Tag Archives: law

Are Men Victims Now?

In an increasingly unequal society, it’s very soothing for the winners to hear that they’re the “real” victims.


In the film “How to Murder Your Wife“, Jack Lemmon’s character is innocent — in reality his wife isn’t dead at all — but as his trial progresses the evidence against him becomes so convincing that he decides to try a risky strategy: Confess, and make a closing argument that appeals to the self-interest of his all-male jury. Think how great it would be if women knew we could kill them!

If one man – just one man – can stick his wife in the goop from the gloppitta-gloppitta machine, and get away with it! Whoa-ho-ho, boy, we’ve got it made. We have got it made. All of us.

The men vote to acquit. (Then Lemmon’s wife turns up and there is a happy ending.)

In 1965, that was comedy: Men feel henpecked, so the fantasy of regaining respect by making women fear for their lives has enough appeal to be worth joking about.

Forty-three years later, the closing argument in the Brett Kavanaugh nomination was a strangely inverted version of Lemmon’s: If just one woman can stop a man from going to the Supreme Court by accusing him of sexual assault, then we’re finished. All of us.

President Trump made the argument like this:

I say that it’s a very scary time for young men in America when you can be guilty of something that you may not be guilty of. This is a very difficult time. What’s happening here has much more to do than even the appointment of a Supreme Court Justice.

Asked what his message for young women was, Trump said “Women are doing great.”

He was echoing something his son, Don Jr., had said in an interview with Britain’s Daily Mail TV: He’s more afraid for his sons than his daughters:

I’ve got boys, and I’ve got girls. And when I see what’s going on right now, it’s scary.

Glenn Beck warned:

If the Democrats cram this down, I believe Americans will rise up at the polls, as we don’t want this to happen to our sons, brothers, husbands fathers.

“This”, apparently, is to pay some tangible price because a woman makes a false accusation against you. Many people making this argument don’t even claim that Christine Blasey Ford is lying about Kavanaugh. Even if she’s telling the truth, they say, she has little in the way of supporting evidence. And if just one woman can make a man pay a price purely on the strength of her testimony … then we’re finished, all of us.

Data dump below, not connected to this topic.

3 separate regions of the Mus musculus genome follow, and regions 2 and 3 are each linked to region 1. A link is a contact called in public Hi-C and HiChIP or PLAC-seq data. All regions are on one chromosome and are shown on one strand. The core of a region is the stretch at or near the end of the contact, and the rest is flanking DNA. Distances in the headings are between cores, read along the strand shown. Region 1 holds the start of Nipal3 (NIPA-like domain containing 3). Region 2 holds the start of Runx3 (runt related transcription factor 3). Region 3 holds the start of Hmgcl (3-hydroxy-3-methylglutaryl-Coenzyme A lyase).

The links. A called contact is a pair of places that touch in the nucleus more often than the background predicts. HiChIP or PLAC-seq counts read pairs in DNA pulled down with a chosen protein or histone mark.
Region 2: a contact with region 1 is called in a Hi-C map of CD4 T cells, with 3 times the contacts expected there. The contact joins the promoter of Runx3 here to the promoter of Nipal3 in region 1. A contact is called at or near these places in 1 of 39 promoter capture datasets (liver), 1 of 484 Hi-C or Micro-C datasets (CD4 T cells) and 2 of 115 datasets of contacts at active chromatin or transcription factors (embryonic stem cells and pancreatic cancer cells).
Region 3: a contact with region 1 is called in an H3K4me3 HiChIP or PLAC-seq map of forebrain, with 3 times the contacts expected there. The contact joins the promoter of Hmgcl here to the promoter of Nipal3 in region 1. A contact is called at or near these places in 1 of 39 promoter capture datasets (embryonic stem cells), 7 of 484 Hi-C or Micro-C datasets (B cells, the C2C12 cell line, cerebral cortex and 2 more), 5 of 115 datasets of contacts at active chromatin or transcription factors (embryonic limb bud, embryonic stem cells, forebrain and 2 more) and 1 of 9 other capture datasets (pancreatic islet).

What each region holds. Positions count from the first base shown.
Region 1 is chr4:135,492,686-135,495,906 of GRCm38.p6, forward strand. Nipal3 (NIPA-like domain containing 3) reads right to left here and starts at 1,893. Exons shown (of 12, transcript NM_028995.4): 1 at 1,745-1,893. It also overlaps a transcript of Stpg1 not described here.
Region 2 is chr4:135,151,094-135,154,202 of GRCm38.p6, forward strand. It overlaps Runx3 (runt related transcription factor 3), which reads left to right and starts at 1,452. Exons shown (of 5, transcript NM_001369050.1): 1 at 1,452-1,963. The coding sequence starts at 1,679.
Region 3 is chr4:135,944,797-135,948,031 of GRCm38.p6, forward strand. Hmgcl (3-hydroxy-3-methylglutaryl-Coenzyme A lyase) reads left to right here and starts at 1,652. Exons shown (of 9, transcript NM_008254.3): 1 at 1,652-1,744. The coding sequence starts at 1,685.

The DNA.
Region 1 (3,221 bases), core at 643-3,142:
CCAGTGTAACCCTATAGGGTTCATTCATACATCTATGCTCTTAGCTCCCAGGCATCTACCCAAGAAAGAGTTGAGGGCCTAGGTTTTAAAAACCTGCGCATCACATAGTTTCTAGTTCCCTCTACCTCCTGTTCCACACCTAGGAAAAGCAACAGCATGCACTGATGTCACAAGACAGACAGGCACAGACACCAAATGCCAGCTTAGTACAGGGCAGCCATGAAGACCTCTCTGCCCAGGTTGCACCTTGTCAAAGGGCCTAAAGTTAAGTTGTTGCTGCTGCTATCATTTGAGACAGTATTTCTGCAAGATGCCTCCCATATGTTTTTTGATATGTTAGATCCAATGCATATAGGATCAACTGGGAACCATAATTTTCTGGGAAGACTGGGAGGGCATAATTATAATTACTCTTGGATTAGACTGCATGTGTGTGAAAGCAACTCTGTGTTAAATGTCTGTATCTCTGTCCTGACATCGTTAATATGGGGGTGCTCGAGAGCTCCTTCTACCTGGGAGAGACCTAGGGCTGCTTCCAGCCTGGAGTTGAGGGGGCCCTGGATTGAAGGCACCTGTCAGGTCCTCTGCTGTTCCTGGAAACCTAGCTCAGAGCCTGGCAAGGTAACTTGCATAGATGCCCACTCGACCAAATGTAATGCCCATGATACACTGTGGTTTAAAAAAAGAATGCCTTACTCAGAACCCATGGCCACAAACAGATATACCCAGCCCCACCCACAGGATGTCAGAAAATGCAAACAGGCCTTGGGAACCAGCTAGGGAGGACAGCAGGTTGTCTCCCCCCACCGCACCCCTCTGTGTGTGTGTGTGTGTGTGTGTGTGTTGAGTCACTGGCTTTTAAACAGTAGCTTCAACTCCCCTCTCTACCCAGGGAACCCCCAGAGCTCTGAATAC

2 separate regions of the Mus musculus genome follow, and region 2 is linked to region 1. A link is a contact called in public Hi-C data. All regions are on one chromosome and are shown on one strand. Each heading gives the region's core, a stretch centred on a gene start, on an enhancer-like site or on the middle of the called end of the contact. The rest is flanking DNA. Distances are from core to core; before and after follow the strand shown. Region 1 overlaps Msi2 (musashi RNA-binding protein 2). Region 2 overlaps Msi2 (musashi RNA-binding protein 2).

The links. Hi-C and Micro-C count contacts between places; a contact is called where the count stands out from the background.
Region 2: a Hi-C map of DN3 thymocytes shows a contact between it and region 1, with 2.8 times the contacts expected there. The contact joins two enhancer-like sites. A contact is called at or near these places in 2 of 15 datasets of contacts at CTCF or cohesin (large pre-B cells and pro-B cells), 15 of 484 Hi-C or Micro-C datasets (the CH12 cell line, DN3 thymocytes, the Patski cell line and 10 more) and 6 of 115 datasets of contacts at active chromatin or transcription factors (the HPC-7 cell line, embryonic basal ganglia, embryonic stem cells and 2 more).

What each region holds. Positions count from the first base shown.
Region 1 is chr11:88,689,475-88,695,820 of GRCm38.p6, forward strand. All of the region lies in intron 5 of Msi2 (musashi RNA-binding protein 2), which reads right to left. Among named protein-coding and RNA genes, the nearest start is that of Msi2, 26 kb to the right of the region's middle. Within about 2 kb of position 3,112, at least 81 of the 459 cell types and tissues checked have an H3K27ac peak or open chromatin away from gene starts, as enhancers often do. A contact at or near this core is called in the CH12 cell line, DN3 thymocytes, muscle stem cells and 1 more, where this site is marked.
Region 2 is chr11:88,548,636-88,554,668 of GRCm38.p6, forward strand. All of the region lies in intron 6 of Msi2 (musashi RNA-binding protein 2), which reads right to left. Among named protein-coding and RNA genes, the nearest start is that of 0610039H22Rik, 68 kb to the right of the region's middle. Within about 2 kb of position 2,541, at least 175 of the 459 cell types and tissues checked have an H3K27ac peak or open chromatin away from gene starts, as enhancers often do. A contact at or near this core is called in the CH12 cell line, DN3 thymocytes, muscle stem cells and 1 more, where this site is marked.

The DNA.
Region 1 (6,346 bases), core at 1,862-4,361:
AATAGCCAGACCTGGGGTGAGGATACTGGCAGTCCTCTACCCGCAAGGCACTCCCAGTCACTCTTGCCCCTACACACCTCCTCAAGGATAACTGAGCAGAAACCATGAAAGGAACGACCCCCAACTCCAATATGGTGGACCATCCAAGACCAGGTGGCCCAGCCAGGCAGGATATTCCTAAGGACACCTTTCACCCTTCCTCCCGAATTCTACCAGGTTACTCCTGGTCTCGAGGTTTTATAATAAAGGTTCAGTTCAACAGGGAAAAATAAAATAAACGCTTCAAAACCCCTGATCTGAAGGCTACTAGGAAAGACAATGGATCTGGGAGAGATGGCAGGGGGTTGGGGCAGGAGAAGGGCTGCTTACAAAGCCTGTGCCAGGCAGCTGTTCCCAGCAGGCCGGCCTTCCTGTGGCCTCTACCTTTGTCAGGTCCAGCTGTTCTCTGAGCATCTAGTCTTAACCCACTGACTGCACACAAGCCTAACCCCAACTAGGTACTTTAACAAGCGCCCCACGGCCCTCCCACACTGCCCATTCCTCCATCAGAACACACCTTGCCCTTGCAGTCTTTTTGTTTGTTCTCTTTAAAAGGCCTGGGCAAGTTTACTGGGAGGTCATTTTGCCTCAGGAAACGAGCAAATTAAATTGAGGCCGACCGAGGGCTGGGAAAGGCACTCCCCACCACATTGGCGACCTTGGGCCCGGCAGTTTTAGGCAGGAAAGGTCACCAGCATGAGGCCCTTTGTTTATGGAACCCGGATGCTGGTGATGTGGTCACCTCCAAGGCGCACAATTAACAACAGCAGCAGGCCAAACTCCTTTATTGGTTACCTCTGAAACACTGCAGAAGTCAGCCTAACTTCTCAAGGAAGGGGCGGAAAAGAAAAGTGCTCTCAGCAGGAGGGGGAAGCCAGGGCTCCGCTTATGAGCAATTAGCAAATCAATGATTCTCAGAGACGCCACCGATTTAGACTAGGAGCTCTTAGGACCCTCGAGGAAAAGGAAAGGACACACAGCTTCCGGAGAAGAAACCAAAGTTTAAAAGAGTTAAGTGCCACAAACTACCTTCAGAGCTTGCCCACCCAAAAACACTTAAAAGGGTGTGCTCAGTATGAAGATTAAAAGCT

The reverse-handmaid dystopia. Something strange is going on here, and it speaks to the roots of the conservative mindset: There is a fantasy dystopia that they can imagine we might be moving towards, and the fear of that dystopia outweighs reams and reams of actual injustice in the here and now.

In the dystopia, the reverse-Handmaid’s-Tale world, any woman can inflict dire consequences on any man just by making up an accusation against him. She will be believed and he won’t, so he’ll be “guilty until proven innocent“, as Mitch McConnell puts it. Every man will be forced to live in fear that a false accusation will suddenly “ruin his life“.

There are a number of weird things about this thought process:

  • Women live in fear now. Not fear of some imagined future damage to their reputations or career prospects, but of actual physical attacks that are happening every day.
  • False accusations already can be made against anyone for almost anything; sexual assault is not special in that way. So Hillary Clinton supposedly murdered Vince Foster and was also involved in a child sex ring hidden under a pizza restaurant. Barrack Obama, according to then-citizen Donald Trump, was a Kenyan Muslim who ascended to the presidency by fraud. Somehow, these well known recent examples of false accusations don’t cause us all to live in terror.
  • Black men actually lived in such a dystopia for centuries: If a white woman accused him of sexual impropriety (which could be little more than a lecherous glance), just about any black man could be lynched.

But the weirdest thing is the idea that society will suddenly flip from one extreme to the other, without ever occupying the reasonable ground in between. Right now, a woman’s report of sexual assault is often disbelieved, and is rarely seen as sufficient reason to impose any consequences at all on the reported attacker. It’s not just that you can go to the Supreme Court if one (or three) women accuse you, you can be elected president if more than a dozen women accuse you. If your rapist is viewed as a promising young white man from a good family, even a conviction might only result in a light sentence.